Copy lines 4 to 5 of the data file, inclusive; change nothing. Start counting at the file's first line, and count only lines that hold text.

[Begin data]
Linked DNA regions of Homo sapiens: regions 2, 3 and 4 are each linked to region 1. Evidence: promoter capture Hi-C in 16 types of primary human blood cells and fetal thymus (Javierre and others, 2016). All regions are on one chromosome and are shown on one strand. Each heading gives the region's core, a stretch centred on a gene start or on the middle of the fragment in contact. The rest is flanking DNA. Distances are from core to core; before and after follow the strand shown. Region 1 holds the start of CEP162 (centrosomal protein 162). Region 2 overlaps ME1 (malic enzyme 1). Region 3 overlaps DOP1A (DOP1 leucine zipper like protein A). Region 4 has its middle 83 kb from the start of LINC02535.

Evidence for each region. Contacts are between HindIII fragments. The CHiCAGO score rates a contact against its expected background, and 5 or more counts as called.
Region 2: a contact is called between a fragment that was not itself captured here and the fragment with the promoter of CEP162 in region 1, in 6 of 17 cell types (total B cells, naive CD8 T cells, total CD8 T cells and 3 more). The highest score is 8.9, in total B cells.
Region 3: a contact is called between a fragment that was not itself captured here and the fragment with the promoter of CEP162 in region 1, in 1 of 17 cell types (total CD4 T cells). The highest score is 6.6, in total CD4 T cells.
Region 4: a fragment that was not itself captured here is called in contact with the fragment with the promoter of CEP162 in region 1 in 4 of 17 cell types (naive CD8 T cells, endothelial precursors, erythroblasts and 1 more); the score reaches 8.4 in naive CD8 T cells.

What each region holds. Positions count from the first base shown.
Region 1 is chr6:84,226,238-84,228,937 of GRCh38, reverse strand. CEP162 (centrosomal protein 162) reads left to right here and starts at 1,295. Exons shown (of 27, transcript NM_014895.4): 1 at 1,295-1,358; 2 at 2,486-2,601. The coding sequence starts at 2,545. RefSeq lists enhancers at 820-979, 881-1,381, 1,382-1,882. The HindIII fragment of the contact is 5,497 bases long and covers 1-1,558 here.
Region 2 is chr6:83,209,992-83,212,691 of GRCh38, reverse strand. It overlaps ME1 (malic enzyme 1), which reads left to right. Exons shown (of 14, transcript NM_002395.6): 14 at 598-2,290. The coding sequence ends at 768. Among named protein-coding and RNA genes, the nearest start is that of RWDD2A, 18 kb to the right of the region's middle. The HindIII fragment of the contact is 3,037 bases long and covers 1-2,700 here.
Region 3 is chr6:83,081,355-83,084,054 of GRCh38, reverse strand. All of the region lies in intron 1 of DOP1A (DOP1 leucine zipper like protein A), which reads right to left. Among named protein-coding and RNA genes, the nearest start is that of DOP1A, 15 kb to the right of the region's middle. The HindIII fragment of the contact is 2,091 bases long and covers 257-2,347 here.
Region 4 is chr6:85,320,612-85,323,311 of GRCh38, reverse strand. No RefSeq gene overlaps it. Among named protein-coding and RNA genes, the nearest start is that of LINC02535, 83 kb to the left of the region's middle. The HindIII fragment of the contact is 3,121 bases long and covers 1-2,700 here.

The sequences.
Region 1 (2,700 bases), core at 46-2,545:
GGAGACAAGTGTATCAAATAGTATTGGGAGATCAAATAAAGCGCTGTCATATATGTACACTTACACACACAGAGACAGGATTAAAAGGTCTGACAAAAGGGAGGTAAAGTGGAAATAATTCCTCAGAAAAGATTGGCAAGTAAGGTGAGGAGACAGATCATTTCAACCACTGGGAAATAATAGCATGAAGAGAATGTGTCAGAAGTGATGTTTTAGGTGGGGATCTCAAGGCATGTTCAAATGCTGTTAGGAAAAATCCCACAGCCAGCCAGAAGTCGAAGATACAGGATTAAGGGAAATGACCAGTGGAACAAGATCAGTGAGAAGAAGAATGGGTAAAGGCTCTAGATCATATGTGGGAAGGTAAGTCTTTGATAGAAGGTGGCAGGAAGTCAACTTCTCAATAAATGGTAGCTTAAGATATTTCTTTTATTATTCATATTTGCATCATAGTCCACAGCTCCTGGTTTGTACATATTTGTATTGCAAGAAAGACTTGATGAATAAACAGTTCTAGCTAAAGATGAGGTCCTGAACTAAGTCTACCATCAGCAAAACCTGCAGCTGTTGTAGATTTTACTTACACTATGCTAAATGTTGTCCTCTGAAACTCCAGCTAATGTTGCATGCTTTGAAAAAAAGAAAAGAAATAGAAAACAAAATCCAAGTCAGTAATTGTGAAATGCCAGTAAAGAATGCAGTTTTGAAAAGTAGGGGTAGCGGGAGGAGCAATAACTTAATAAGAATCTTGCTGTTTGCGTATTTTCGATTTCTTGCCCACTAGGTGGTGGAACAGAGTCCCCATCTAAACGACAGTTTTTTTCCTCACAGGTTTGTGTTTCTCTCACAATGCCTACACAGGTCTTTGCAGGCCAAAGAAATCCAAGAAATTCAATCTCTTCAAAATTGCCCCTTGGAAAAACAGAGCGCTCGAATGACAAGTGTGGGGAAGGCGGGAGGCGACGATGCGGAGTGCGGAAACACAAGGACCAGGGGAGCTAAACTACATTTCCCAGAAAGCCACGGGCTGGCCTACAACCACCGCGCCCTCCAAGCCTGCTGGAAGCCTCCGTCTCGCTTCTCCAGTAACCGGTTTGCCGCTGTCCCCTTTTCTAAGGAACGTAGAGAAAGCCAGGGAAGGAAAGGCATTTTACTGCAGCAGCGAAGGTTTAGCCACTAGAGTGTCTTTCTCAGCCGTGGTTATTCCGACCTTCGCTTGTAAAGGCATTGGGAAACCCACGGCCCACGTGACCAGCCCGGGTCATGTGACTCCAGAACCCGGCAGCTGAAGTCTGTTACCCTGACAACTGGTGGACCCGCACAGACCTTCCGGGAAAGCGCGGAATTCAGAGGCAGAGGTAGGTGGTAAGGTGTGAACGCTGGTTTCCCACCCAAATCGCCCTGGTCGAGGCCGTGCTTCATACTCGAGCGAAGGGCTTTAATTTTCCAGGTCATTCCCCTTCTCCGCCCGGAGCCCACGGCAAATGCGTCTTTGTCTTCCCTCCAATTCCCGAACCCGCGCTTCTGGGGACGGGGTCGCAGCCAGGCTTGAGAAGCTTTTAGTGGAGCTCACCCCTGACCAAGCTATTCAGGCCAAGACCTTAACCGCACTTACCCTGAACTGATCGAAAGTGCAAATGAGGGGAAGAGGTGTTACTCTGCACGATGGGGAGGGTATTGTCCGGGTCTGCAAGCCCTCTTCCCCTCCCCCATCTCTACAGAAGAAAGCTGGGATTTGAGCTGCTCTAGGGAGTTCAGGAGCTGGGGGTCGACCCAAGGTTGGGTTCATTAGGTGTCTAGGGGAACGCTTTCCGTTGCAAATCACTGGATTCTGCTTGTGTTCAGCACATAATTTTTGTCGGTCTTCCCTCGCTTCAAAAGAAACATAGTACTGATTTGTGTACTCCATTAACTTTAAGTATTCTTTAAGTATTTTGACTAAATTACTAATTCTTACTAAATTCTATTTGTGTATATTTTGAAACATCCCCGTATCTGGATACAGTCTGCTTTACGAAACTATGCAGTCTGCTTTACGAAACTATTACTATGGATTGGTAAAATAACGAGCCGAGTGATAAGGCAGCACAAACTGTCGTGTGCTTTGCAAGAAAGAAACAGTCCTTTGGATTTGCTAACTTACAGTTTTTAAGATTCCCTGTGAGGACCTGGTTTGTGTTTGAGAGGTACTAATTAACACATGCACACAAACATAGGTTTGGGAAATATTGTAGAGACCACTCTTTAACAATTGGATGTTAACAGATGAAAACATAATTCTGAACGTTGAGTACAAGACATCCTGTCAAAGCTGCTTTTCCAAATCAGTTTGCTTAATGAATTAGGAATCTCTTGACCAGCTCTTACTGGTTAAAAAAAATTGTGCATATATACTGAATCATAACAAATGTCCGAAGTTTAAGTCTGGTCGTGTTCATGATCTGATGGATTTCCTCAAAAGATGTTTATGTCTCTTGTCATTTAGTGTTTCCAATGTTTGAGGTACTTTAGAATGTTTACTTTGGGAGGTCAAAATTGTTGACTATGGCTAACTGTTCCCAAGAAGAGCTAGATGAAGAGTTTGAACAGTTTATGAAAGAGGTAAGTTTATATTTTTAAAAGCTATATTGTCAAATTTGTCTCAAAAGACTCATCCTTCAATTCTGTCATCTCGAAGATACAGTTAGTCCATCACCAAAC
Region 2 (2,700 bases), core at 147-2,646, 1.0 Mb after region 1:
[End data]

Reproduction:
Region 3: a contact is called between a fragment that was not itself captured here and the fragment with the promoter of CEP162 in region 1, in 1 of 17 cell types (total CD4 T cells). The highest score is 6.6, in total CD4 T cells.
Region 4: a fragment that was not itself captured here is called in contact with the fragment with the promoter of CEP162 in region 1 in 4 of 17 cell types (naive CD8 T cells, endothelial precursors, erythroblasts and 1 more); the score reaches 8.4 in naive CD8 T cells.